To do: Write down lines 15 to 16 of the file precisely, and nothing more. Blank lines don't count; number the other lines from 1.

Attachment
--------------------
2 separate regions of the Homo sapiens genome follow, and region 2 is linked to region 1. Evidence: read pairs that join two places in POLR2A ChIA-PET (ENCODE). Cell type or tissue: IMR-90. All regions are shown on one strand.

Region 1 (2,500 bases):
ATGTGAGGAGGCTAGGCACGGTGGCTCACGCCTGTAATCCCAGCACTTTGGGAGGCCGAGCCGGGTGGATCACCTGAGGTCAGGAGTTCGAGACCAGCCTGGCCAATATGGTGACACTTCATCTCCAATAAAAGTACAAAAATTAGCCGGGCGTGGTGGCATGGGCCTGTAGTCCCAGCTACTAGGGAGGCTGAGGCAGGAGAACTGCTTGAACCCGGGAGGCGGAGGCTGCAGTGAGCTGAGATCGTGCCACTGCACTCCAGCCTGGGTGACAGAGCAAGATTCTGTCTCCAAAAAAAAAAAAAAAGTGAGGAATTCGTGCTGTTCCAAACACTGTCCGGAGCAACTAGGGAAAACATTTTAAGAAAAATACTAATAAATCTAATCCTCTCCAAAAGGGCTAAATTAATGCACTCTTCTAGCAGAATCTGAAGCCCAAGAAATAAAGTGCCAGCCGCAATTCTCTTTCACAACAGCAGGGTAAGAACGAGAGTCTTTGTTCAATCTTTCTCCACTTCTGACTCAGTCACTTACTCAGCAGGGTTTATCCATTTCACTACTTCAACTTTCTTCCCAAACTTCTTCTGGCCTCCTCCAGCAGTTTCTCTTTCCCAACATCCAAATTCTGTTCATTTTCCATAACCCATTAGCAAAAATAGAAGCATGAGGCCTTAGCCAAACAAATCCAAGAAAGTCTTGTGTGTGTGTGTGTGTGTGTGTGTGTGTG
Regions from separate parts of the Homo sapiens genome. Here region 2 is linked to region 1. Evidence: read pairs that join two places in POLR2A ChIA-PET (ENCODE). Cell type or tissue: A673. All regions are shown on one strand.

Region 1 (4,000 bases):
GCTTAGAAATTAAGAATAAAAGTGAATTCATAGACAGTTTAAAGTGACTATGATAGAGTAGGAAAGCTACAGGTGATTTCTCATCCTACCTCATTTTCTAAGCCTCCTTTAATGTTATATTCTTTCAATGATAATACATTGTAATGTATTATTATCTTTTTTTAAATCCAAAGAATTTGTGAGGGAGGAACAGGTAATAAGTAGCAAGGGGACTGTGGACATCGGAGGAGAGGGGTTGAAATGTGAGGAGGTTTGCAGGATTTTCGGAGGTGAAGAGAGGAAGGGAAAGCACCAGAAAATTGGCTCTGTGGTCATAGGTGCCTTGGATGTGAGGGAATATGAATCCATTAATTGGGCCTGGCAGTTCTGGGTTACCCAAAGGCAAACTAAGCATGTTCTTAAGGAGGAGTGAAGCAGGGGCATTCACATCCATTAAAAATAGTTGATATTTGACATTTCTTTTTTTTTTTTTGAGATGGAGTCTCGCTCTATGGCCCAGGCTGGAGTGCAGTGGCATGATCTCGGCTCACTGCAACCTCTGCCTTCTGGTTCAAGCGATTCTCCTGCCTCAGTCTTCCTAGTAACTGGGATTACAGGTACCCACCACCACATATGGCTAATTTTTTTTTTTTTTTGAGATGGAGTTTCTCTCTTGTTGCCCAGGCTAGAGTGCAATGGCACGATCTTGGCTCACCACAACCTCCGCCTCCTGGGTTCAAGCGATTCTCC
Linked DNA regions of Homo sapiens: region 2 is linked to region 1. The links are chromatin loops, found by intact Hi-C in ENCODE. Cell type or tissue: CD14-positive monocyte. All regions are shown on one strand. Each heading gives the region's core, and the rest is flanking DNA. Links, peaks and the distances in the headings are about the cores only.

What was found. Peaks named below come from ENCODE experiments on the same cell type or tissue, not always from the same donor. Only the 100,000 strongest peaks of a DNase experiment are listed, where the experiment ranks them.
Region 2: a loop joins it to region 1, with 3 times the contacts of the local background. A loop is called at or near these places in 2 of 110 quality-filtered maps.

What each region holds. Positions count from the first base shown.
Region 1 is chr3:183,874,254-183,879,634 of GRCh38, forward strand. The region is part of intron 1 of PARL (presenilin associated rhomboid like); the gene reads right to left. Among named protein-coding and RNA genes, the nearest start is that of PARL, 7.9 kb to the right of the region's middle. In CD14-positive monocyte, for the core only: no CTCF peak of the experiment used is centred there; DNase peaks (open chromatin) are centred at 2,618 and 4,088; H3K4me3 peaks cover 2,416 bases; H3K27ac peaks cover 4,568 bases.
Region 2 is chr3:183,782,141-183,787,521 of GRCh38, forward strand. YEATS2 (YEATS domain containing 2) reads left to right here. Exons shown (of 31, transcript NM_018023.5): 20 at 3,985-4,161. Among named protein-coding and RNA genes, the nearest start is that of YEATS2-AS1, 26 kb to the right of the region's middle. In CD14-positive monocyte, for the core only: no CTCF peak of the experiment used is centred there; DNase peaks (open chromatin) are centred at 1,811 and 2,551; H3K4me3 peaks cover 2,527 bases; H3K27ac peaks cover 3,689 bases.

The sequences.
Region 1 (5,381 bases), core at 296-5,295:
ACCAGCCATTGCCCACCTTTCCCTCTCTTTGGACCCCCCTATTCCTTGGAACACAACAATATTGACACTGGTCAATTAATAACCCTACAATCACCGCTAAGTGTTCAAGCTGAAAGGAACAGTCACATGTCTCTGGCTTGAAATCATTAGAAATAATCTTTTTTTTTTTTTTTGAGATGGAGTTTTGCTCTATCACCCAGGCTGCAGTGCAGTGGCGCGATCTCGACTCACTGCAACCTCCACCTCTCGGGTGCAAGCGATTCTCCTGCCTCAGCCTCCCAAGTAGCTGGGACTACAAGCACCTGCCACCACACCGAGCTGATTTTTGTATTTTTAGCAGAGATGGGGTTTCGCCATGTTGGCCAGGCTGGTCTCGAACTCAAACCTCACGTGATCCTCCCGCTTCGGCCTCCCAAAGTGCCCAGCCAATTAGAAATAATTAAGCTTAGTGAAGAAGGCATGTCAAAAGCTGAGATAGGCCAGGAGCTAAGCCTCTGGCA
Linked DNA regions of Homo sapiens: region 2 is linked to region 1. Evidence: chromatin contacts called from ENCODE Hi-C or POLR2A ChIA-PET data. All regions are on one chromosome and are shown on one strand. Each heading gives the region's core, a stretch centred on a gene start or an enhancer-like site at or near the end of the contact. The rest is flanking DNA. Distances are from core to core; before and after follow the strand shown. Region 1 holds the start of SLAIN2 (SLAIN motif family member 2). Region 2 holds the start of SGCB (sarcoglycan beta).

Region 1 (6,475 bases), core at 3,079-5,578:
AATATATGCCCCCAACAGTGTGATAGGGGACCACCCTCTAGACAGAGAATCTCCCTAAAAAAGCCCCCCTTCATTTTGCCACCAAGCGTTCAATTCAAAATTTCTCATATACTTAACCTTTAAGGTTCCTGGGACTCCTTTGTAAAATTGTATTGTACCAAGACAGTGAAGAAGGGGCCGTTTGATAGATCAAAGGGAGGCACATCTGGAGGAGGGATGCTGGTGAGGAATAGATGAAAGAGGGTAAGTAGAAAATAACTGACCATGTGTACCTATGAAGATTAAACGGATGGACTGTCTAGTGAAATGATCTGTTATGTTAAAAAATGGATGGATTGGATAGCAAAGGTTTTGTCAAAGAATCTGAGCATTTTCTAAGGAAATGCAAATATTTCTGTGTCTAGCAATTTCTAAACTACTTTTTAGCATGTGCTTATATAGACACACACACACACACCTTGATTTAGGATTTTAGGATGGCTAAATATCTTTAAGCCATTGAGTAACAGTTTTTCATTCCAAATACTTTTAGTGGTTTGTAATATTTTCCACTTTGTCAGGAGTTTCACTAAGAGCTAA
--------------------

ACCAGCCATTGCCCACCTTTCCCTCTCTTTGGACCCCCCTATTCCTTGGAACACAACAATATTGACACTGGTCAATTAATAACCCTACAATCACCGCTAAGTGTTCAAGCTGAAAGGAACAGTCACATGTCTCTGGCTTGAAATCATTAGAAATAATCTTTTTTTTTTTTTTTGAGATGGAGTTTTGCTCTATCACCCAGGCTGCAGTGCAGTGGCGCGATCTCGACTCACTGCAACCTCCACCTCTCGGGTGCAAGCGATTCTCCTGCCTCAGCCTCCCAAGTAGCTGGGACTACAAGCACCTGCCACCACACCGAGCTGATTTTTGTATTTTTAGCAGAGATGGGGTTTCGCCATGTTGGCCAGGCTGGTCTCGAACTCAAACCTCACGTGATCCTCCCGCTTCGGCCTCCCAAAGTGCCCAGCCAATTAGAAATAATTAAGCTTAGTGAAGAAGGCATGTCAAAAGCTGAGATAGGCCAGGAGCTAAGCCTCTGGCA
Linked DNA regions of Homo sapiens: region 2 is linked to region 1. Evidence: chromatin contacts called from ENCODE Hi-C or POLR2A ChIA-PET data. All regions are on one chromosome and are shown on one strand. Each heading gives the region's core, a stretch centred on a gene start or an enhancer-like site at or near the end of the contact. The rest is flanking DNA. Distances are from core to core; before and after follow the strand shown. Region 1 holds the start of SLAIN2 (SLAIN motif family member 2). Region 2 holds the start of SGCB (sarcoglycan beta).